• Series bible. This is the most comprehensive part of the pitch. It should include details on your characters, the dramatic arc of the series, and more. Ideally, it should be no less than seven pages. You can start by including the title of the series, followed by the logline. Then, a detailed synopsis covering the broad strokes of the entire series, what it’s about, where it is set and the main point you’re trying to get across. You should then include a section on the key characters in the series—who they are, why they’re important, what drives them. How do they relate to the world of the series, and other characters? Do they have any quirks or personality flaws that make them interesting? Next, include a breakdown of the pilot episode you’re submitting—what happens, where, and why. Finally, don’t forget to include a list of all the episodes in the first season. Two to three sentences for each episode to give those reading your script an idea of what the general arc is (and to show them you’ve thought about the rest of the show in detail).
  • Pilot script. You must submit a finished pilot script to give anyone reading your pitch the chance to evaluate your writing style and make it easy for them to visualize what would happen in that first episode. A pilot is crucial because it also gives executives a good idea of how the audience will react to your show.
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8 Tips for Pitching a TV Show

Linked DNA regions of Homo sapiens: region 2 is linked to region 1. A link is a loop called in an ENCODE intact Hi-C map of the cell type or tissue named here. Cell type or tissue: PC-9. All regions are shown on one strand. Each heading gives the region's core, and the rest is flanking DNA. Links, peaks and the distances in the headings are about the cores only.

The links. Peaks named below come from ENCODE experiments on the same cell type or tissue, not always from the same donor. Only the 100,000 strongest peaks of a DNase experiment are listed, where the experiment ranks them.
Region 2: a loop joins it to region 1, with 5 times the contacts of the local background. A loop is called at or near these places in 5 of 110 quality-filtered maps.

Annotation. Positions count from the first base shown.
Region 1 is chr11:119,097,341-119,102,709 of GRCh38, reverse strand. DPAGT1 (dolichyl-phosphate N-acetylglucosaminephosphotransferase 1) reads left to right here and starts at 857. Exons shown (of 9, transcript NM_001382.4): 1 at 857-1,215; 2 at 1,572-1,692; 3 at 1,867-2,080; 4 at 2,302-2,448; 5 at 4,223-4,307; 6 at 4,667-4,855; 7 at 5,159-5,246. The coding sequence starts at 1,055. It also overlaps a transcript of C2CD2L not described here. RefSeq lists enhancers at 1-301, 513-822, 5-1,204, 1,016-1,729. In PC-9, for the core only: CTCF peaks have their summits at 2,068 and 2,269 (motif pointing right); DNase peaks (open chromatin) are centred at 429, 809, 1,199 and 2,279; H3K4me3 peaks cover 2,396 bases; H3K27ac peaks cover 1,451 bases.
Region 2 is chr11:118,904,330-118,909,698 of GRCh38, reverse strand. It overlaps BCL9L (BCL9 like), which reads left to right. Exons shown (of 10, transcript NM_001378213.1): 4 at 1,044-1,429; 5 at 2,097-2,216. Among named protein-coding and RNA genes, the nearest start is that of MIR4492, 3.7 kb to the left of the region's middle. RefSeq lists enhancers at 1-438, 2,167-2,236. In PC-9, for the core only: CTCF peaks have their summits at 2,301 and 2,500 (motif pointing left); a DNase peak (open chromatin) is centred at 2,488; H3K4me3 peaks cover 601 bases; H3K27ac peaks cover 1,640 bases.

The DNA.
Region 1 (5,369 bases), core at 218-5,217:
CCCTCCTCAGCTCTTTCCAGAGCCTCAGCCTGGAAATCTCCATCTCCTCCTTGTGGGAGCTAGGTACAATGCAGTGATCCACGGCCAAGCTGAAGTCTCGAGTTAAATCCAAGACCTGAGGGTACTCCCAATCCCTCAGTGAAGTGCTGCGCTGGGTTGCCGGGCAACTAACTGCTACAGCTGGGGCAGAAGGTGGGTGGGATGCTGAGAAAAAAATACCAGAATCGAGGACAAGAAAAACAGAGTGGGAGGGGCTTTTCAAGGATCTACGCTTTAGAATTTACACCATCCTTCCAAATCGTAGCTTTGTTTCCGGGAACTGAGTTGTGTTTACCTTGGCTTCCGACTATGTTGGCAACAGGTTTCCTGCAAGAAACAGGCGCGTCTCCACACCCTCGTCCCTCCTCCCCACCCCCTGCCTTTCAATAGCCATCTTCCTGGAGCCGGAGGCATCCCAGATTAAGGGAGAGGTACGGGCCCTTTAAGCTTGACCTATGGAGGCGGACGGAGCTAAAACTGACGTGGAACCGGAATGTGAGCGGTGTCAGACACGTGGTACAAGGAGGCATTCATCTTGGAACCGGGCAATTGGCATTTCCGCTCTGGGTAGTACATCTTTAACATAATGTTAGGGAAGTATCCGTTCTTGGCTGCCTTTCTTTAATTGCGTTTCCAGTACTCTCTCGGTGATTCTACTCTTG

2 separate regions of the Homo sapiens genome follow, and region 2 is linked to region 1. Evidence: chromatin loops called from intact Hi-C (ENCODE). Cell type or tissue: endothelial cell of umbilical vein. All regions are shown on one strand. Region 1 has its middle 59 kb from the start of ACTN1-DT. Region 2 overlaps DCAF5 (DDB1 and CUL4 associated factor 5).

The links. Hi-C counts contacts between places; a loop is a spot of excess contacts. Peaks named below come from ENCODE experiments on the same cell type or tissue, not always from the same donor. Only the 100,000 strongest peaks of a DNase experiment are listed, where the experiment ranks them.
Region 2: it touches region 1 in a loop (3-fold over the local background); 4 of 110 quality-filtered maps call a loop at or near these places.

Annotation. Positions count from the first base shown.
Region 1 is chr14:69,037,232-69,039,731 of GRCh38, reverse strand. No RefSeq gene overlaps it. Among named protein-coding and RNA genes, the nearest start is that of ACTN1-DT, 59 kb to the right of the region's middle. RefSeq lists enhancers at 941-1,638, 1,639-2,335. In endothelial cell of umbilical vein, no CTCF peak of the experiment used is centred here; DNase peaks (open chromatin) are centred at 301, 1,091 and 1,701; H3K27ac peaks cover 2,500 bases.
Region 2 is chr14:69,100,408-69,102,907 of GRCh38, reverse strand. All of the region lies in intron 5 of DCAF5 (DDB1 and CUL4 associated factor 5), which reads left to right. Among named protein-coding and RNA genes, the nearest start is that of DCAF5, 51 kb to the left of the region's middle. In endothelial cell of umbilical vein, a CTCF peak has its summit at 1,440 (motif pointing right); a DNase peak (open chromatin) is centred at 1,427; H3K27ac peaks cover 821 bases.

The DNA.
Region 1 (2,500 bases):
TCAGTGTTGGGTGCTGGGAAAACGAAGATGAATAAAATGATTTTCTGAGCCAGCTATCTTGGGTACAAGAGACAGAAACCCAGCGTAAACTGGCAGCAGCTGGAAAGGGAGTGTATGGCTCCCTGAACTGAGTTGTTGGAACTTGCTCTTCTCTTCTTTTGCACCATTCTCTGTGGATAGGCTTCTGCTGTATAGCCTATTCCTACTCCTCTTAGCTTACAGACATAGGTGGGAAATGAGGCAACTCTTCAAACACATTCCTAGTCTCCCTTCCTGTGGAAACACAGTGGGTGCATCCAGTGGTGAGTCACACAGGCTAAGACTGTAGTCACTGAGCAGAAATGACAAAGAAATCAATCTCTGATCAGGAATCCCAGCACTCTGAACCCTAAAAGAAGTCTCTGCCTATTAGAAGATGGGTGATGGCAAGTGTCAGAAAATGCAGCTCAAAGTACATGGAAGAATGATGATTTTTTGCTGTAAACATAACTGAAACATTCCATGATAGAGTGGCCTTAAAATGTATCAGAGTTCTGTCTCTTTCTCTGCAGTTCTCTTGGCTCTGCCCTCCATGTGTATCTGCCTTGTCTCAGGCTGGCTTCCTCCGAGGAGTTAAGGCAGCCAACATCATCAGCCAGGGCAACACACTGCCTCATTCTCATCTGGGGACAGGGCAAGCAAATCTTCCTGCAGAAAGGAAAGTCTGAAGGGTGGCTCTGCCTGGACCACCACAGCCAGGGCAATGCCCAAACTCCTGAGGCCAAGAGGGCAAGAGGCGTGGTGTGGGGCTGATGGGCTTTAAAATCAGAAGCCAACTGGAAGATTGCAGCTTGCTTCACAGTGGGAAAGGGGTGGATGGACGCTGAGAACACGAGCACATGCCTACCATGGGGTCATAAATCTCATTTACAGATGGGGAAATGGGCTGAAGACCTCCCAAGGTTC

1. Write a pilot before writing the full pitch. Sometimes, an agent will need to send around the pilot script to networks; networks will then decide who they want to meet with for an in-person pitch based on the strength of the pilot script.
  2. Practice your pitch. Know that most TV pitching sessions are less than 30 minutes. You’ll have that time to run through the entire pitch.
  3. Know what happens after the first season. Network executives will want to see that you have the ability to talk through what two or three seasons of the show will look like—this shows them you have faith in your project and are ambitious enough to sustain a long-running show.
  4. Talk about what your show is really about. Not just what happens, but the larger ideas and concepts at play. What is your show trying to say? What’s the big picture?
  5. Do research on the networks you’re pitching. Network executives will want to see you’ve done your homework. Be prepared to talk about how your show will fit into an existing network’s current lineup, and why it’s a good fit for that network.
  6. Bring energy and passion to the pitch meeting. Sometimes, executives will sit through over 50 pitch meetings per day. If they can see how excited you are about your own idea, the energy levels will carry.
  7. Try not to rely on visual aids. Development executives want to hear from you, not a PowerPoint presentation. Most pitch meetings will require you to speak directly to the network executives for the full 20-minute session.
  8. Be meticulous in your documentation. If you have a great idea that you want to utilize, register your intellectual property (IP). Keep all records, including time-stamped Google documents, and any emails or correspondence showing your planning and development process. If a network is interested in your idea, they’re going to want to see that it is original—and that no one is going to try and sue you after your show airs.